Time-Warp On The River Mersey
A Mystery Lands At The Iron Door Club
Original Tom Slemen © 2002 Story Published in the Merseymart
An Interpretation by Peter R. McCormack
German Junkers 88
"Oberleutnant Helmuth Bruckmann and Crew"
German Junkers 88 Warplane - October 1940"

A German Junkers 88 Shot Down - Or Was It?

Tom Slemen's article entitled "Ghostly Warplane" first appeared in the Merseymart on Thursday April 25, 2002. Slemen has written an interesting article which surely rekindled the memories of those who were present in south Liverpool during the bombings of 1940. "Time-Warp On The River Mersey" is a discussion of the orginal article by Slemen with an interpretation of the findings as it relates to Liverpool's Iron Door Club.

Briefly, from Slemen's original story, a Junkers 88 German bomber, piloted by a 26 year-old Squadron Leader Helmuth Bruckmann and his two-man crew, crashed into the banks of the River Mersey at Bromborough. Bruchmann and one of his crew-members survived, however, we are left wondering what became of them. Hurricanes from the 312 Squadron at Speke airport are credited with downing the German bomber. Further research reveals that Bruchmann was repatriated in 1944.

It would appear that there is something magical about this time or the event itself. From this night forward, there have been numerous reports from people living in the area that the Junkers 88 bomber has continued to be observed in the skies overhead. There is something about this moment in time that has destined the event to be repeated for decades. Today, the persisting circling route that the aircraft takes adds further to the notion that it is locked in flight repeating its orders of fifty years hence.

The curious nature of Tom Slemen was such that he joined forces with paranormal researcher John Kennedy for a period in October 2001. Poised and ready to capture evidence of the Bomber Slemen recalls the surprising moment in which the observers were able to validated claims made by local residents. He recalls

" I even managed to tape the phantom bomber near Speke Hall - when no planes were in the air. Perhaps the plane is caught in a timewarp, why, is a mystery."

While the perpetual flight path of the Junkers 88 remains to be explained, some have wondered if there is a region in south Liverpool that resembles the supernatural events associated with other mysteries such as the Bermuda triangle. Is there a corridor in which events become locked-in or are destined to repeat? A timewarp as suggested by Tom Slemen. More importantly, for the surveyors of paranormal activity, is there another example of a timewarp in Liverpool? Is there another Junkers? The answer is yes, and it involves a famous cellar club - The Iron Door.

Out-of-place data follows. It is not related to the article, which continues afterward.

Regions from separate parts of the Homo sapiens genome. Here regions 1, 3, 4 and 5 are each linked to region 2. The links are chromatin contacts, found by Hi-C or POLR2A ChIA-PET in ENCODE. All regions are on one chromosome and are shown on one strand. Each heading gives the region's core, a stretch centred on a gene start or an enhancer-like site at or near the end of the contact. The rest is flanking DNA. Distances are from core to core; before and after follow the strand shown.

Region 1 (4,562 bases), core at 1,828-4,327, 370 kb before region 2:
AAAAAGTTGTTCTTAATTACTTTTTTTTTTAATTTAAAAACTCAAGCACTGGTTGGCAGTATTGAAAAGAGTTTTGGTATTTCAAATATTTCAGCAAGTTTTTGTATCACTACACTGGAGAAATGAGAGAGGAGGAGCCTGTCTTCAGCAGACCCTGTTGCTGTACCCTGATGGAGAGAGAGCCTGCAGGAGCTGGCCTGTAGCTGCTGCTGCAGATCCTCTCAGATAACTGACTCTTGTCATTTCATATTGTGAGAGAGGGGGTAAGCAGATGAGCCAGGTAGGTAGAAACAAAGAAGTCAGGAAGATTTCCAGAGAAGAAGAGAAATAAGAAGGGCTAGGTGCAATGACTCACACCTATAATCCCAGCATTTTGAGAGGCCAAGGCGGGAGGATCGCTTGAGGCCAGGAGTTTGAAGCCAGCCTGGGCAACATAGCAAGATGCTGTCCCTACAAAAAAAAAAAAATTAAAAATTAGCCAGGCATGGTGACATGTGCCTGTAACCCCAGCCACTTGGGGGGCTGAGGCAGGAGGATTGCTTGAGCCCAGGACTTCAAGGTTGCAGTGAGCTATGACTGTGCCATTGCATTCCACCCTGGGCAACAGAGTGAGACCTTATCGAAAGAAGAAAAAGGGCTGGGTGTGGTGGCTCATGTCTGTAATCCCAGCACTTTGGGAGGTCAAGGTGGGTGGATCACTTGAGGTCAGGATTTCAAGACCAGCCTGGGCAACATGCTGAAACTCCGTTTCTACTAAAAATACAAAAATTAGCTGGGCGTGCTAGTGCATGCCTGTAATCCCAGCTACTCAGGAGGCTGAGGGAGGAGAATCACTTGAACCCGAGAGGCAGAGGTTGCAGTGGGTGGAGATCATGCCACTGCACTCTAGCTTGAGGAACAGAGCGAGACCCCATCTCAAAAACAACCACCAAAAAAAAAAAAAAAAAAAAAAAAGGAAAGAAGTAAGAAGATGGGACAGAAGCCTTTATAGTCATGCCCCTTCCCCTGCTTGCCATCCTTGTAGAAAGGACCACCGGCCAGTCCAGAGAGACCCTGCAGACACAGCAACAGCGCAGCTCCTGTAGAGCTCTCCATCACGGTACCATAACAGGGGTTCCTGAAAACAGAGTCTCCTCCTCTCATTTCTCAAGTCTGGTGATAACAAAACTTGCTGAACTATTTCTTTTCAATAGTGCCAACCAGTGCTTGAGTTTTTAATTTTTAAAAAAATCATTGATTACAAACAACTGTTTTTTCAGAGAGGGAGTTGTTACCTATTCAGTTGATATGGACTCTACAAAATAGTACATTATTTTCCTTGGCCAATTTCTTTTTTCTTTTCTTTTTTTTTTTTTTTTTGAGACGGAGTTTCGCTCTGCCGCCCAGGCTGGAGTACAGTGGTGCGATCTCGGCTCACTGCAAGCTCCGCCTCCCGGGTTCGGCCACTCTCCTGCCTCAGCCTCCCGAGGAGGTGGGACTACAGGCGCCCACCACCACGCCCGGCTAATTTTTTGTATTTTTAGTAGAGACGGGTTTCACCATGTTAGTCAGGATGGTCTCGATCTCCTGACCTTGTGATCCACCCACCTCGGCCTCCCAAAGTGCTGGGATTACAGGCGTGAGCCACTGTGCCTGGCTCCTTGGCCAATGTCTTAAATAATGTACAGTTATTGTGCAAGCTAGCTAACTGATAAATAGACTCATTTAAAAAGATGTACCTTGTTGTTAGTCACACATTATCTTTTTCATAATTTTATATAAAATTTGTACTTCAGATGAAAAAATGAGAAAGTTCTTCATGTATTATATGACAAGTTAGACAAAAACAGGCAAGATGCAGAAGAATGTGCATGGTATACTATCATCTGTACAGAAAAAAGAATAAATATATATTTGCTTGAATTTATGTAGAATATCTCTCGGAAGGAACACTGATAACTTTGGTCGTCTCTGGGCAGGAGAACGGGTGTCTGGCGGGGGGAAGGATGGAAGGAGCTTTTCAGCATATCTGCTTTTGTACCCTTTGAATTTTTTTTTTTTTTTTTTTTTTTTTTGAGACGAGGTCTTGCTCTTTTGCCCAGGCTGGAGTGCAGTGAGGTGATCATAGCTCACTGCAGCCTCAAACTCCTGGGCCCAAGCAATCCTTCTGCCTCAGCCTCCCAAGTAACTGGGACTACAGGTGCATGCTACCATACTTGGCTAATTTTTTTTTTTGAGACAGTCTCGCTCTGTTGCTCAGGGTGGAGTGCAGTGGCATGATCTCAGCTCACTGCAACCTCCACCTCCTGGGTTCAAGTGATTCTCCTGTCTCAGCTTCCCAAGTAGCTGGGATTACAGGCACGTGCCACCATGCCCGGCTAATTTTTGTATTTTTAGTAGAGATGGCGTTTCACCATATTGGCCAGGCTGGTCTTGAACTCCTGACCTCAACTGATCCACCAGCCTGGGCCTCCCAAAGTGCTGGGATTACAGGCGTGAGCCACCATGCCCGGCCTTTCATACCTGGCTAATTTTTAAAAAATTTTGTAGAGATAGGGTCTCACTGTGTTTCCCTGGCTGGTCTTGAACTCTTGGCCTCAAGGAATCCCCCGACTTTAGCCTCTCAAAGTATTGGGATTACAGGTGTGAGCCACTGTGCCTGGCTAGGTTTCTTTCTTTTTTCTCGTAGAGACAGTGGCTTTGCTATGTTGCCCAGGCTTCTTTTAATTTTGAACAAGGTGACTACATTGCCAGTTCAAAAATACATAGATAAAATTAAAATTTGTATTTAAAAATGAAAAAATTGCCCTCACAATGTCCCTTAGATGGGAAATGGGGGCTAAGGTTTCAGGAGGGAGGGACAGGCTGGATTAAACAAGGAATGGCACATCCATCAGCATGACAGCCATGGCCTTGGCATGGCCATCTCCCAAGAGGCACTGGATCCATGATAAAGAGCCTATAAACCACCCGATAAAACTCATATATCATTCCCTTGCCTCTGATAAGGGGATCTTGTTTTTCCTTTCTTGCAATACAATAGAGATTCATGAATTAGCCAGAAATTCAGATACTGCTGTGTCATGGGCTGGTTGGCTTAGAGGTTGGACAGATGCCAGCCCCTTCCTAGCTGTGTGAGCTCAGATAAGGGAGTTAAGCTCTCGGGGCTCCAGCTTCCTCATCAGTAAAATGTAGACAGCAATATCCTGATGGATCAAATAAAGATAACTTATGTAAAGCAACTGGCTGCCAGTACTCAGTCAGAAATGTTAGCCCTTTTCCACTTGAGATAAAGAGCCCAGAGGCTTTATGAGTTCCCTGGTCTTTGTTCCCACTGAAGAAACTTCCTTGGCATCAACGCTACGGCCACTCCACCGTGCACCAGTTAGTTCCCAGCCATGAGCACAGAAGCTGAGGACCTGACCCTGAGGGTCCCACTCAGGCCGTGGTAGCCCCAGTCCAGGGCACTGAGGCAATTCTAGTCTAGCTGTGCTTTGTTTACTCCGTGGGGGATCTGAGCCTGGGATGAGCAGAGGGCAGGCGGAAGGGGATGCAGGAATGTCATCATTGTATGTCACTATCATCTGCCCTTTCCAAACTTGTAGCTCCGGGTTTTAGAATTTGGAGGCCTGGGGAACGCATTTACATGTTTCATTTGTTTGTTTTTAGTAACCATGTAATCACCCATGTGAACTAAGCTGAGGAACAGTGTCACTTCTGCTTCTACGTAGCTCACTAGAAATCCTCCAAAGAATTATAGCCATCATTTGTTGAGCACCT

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"Tom Slemen Listens For Himself"
Photo © 2002 Tom Slemen

Maureen's "All Night Session" - March 11, 1961

On March 11, 1961 Maureen, a 25-year-old woman from Grassendale, attended "Rock Around The Clock", an all-night music extravaganza at the Iron Door Club. The 12 band event beganat 8:00 pm on March 11th, ending at 8:00 am the next morning. Maureen met a man named Alan and spent the night with him at his flat on Parliament Street. She returned in the late afternoon on March 12th at 4:00 pm to a very worried husband, George, and her six-year-old son.

Shortly after this indiscretion Maureen left her family to be with Alan, first for a fortnnight and after a brief return she departed on a second occasion for a number of months. Her husband and son were deeply saddened by her irresponsible behavour and took up residence with George's mother in Litherland. Maureen eventually had a falling out with Alan, and returned home only to find her husband and son had vanished.

Shocked and in a quandry, Maureen wandered along the Otterspool promenade in an inebriated state. She entered a public washroom and, in her despair, took an overdose of sleeping medication. At some point she was awakened by a stranger who entered the toilet. At this point another J or timewarp was about to take place. A voice uttered

"I have to take you back in life."

The next thing Maureen knew she awakened on the floor of the Iron Door Club on Saturday March 11, 1961 at 4:00 pm. Another alleged "Junkers" had given Maureen at second chance at life and salvaging her family. We do not hear of her fate further, however, most Liverpudlians would have been rooting for her.

Both Oberleutnant Bruckmann and Maureen were caught in a timewarp that changed the course of their lives and others in the Liverpool community, the former for 60 years and the latter for several months.

Unless readily intrigued by the paranormal, neither of these stories appear credible upon first reading. At first blush, it might be fair to say that not all local residents would be too fussed on them. A few points do peak ones curiosity and add to the validity of each of these accounts.

To begin, it is to be remembered that Slemen heard the Junkers with his own ears and reputedly validated the experience through an audio recording in 2002. If a timewarp can last for 60 years, should we be surprised, in Maureen's case, that another may last several months. Maureen's experience was so traumatic that the date of the event was vividily etched in her memory as so many harrowing experiences tend to be. The fact that she was able to recall the date of the Iron Door's all-nighter, all these years later, adds to the credibility to her story.